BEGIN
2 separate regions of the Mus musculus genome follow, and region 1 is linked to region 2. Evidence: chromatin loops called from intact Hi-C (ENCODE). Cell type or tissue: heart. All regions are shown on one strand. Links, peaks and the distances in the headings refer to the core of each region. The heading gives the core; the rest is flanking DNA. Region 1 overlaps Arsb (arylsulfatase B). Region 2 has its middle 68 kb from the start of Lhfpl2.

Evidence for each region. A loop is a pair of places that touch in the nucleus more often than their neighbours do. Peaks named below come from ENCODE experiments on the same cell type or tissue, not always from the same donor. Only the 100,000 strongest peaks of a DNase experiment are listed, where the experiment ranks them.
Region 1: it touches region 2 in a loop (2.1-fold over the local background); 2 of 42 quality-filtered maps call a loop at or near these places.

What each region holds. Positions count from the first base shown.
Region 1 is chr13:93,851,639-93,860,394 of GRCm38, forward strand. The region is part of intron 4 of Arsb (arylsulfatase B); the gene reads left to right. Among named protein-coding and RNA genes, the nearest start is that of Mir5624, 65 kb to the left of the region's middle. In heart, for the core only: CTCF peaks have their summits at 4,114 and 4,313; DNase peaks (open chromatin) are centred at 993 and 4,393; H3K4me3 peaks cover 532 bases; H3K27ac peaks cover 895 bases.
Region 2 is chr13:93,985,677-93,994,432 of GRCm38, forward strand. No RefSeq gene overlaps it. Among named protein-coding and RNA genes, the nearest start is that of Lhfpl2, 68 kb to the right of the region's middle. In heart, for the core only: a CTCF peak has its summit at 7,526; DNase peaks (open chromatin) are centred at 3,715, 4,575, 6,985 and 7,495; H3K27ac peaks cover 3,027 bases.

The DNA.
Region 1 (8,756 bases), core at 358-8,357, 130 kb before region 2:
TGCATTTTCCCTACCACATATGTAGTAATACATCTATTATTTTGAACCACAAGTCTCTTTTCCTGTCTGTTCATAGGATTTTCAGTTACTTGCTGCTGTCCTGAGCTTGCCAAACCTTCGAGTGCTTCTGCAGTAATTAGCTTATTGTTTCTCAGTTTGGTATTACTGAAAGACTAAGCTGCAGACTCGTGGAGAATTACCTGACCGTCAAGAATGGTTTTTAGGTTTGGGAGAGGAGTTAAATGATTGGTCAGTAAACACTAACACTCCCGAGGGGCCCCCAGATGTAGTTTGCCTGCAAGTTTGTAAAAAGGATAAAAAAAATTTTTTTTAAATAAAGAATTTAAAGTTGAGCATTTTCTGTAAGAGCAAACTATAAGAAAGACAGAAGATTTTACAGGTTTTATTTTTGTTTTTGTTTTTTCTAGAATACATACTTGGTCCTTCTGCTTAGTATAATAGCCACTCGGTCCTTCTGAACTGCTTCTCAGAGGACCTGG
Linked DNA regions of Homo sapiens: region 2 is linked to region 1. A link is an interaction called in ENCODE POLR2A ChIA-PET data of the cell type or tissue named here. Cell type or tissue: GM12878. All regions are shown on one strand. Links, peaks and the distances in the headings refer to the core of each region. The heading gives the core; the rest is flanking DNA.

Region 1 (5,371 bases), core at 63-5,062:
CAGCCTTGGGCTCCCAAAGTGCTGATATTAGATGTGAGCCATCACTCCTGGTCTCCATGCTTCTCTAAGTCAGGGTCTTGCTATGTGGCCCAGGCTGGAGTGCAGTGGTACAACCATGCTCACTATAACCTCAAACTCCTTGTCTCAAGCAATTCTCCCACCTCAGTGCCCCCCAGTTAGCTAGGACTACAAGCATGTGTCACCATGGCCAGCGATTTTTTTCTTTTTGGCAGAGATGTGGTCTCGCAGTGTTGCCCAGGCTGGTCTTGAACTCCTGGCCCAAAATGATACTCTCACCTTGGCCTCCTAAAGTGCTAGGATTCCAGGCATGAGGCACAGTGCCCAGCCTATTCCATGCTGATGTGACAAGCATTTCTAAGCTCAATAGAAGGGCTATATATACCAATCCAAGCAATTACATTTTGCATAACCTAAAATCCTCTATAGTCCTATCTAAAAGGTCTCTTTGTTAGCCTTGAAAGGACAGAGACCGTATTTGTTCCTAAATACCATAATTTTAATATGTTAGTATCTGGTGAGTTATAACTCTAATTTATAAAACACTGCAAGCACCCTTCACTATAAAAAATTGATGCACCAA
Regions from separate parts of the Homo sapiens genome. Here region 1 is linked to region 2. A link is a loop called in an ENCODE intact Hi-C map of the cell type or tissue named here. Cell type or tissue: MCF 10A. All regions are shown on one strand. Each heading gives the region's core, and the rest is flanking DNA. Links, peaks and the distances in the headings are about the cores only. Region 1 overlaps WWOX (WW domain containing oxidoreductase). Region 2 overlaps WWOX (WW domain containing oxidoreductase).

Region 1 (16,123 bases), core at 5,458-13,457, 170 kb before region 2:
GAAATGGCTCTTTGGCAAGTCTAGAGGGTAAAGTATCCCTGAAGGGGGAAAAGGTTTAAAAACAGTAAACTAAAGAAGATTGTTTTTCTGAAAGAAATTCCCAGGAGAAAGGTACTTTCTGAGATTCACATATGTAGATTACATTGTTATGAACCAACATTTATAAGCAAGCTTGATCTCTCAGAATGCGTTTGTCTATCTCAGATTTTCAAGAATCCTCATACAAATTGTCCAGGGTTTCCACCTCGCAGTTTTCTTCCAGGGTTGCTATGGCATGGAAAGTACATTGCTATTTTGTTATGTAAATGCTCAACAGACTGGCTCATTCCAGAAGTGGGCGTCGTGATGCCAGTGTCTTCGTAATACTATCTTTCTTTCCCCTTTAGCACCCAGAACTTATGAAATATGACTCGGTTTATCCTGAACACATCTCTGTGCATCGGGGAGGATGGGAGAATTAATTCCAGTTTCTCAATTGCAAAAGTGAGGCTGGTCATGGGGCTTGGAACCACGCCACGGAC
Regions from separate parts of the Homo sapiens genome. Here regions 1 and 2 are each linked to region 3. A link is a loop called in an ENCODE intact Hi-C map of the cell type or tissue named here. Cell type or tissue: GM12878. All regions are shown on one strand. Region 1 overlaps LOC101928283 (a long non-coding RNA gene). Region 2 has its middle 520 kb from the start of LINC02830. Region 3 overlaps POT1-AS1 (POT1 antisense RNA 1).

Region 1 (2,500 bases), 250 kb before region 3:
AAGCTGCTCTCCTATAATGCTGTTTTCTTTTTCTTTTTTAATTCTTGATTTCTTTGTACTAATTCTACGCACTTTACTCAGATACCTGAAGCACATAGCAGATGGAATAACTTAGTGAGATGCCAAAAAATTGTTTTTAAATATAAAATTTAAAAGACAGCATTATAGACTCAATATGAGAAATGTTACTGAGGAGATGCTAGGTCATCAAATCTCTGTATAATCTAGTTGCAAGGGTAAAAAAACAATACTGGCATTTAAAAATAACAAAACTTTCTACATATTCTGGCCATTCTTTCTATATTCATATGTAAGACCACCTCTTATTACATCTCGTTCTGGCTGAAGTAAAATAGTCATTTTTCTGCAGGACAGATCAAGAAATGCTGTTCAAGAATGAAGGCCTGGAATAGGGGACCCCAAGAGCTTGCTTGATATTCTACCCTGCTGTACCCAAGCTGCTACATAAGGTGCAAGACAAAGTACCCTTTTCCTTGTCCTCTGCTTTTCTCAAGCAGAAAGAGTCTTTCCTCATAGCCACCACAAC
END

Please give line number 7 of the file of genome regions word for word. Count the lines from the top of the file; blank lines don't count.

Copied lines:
The DNA.